Where successful leaders in any type of organization must work within a set of goals and objectives, the senior-level leader must expand these goals and objectives into a vision (MacKenzie, 1985, p. 117). This vision must represent an end state. The leader’s vision must encompass an understanding of exactly what he or she expects the organization to be at the end of the cycle in which it finds itself, or in which it is preparing to enter. If an organization is embarking on a new strategy, the leader must be able to visualize the situation which is desired upon completion of the strategy. Everything else in the organization is built around the leader’s vision.
The leader’s vision will, of course, provide her; or him with the knowledge required to develop the intermediate goals and objectives necessary to reach the ultimate objective. Of perhaps greater importance, however, is the fact that the leader’s vision will permit her or him to recognize the ultimate objective, when it is obtained (MacKenzie, 1986, p. 209).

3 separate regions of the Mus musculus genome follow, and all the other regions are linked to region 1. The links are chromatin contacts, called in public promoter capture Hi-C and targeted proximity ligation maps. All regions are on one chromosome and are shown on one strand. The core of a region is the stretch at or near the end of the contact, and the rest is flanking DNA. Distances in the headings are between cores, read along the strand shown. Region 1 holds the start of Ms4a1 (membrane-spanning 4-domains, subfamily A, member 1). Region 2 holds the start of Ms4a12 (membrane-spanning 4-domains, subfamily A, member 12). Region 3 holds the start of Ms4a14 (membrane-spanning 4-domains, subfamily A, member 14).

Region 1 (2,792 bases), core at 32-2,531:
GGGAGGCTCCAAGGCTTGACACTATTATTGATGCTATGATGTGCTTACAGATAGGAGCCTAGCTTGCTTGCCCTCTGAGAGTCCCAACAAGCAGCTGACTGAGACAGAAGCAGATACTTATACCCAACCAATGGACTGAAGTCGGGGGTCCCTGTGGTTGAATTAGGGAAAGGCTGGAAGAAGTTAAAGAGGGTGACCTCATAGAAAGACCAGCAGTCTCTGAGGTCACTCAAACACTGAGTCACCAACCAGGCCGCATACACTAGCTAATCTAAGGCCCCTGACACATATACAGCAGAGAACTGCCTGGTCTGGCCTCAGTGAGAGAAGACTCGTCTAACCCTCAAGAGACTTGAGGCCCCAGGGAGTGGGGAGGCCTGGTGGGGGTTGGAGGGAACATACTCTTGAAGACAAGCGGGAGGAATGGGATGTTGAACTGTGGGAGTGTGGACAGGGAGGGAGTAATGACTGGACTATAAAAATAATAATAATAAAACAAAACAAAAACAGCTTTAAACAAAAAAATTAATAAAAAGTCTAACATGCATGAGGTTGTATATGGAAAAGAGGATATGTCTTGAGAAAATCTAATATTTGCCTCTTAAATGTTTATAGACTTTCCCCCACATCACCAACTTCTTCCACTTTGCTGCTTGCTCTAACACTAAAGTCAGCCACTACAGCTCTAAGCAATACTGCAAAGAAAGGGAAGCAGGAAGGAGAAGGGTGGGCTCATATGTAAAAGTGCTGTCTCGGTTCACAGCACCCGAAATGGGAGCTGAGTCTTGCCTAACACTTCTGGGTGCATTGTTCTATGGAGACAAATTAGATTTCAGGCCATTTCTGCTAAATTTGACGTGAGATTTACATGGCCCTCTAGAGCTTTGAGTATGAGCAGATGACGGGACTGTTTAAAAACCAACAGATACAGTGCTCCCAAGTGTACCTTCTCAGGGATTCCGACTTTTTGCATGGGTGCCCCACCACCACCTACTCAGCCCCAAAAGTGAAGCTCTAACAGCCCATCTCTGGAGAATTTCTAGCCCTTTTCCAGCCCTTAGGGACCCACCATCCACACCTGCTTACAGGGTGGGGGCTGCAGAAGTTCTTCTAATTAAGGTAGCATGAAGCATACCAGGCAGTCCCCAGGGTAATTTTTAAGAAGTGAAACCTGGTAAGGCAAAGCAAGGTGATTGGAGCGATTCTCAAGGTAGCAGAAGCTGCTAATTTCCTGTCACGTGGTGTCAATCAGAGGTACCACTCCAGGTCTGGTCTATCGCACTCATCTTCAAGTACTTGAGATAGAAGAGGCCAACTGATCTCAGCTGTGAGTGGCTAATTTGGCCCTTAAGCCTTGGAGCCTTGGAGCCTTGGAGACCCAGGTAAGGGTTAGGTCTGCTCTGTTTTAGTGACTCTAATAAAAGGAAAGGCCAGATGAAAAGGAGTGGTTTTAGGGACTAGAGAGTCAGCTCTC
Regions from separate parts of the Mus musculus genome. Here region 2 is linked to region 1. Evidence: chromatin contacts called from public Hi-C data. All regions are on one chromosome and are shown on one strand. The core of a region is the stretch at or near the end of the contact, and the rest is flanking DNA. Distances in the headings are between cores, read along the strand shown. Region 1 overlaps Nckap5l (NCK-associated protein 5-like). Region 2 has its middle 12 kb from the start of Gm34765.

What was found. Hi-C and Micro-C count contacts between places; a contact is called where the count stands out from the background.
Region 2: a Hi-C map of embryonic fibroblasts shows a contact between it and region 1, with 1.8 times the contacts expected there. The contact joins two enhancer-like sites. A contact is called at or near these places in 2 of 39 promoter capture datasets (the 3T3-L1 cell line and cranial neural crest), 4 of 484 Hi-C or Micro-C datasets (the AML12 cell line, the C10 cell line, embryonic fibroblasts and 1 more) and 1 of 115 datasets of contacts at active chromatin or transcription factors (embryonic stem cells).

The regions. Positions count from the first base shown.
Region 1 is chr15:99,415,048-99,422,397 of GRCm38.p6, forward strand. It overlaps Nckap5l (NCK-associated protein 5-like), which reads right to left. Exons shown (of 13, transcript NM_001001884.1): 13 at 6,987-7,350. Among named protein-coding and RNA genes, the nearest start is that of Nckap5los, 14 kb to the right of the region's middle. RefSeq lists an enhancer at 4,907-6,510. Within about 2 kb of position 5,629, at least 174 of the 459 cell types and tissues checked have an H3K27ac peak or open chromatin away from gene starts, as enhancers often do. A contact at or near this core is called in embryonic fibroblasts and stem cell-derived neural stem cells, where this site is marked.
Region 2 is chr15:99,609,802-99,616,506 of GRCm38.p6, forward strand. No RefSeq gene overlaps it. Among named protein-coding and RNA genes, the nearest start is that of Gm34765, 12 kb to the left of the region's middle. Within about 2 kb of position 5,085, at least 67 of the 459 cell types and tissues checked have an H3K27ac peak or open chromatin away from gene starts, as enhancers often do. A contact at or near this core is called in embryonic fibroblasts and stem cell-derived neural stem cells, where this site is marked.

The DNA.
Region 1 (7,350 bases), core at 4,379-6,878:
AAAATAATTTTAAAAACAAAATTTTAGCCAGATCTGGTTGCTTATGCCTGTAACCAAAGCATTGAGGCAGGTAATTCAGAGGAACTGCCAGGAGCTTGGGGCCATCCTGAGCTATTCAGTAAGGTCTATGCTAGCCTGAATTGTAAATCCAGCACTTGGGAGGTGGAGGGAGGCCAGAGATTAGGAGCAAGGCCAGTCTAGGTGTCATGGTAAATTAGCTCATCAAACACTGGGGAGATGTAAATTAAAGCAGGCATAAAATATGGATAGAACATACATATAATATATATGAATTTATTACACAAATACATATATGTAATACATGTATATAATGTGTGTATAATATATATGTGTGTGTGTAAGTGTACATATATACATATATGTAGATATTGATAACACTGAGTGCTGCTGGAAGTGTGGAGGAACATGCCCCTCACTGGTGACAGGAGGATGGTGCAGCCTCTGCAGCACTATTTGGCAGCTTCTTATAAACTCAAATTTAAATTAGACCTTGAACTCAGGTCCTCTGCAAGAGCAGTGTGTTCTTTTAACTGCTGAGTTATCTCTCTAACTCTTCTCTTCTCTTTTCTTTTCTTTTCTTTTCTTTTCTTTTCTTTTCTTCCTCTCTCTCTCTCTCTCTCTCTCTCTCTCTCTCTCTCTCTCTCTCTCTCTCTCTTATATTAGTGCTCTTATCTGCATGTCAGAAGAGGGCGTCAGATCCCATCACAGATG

A leader will, at times, be able to control, to some extent, the variables with which he or she is confronted. In the contemporary business environment, however, the leader will almost continually be required to function in an environment characterized by high levels of uncertainty. The leader must be prepared to deal with a fluid and an uncertain environment. Within this realm of uncertainty, however, the leader must be a beacon of consistency for his or her organizational subordinates.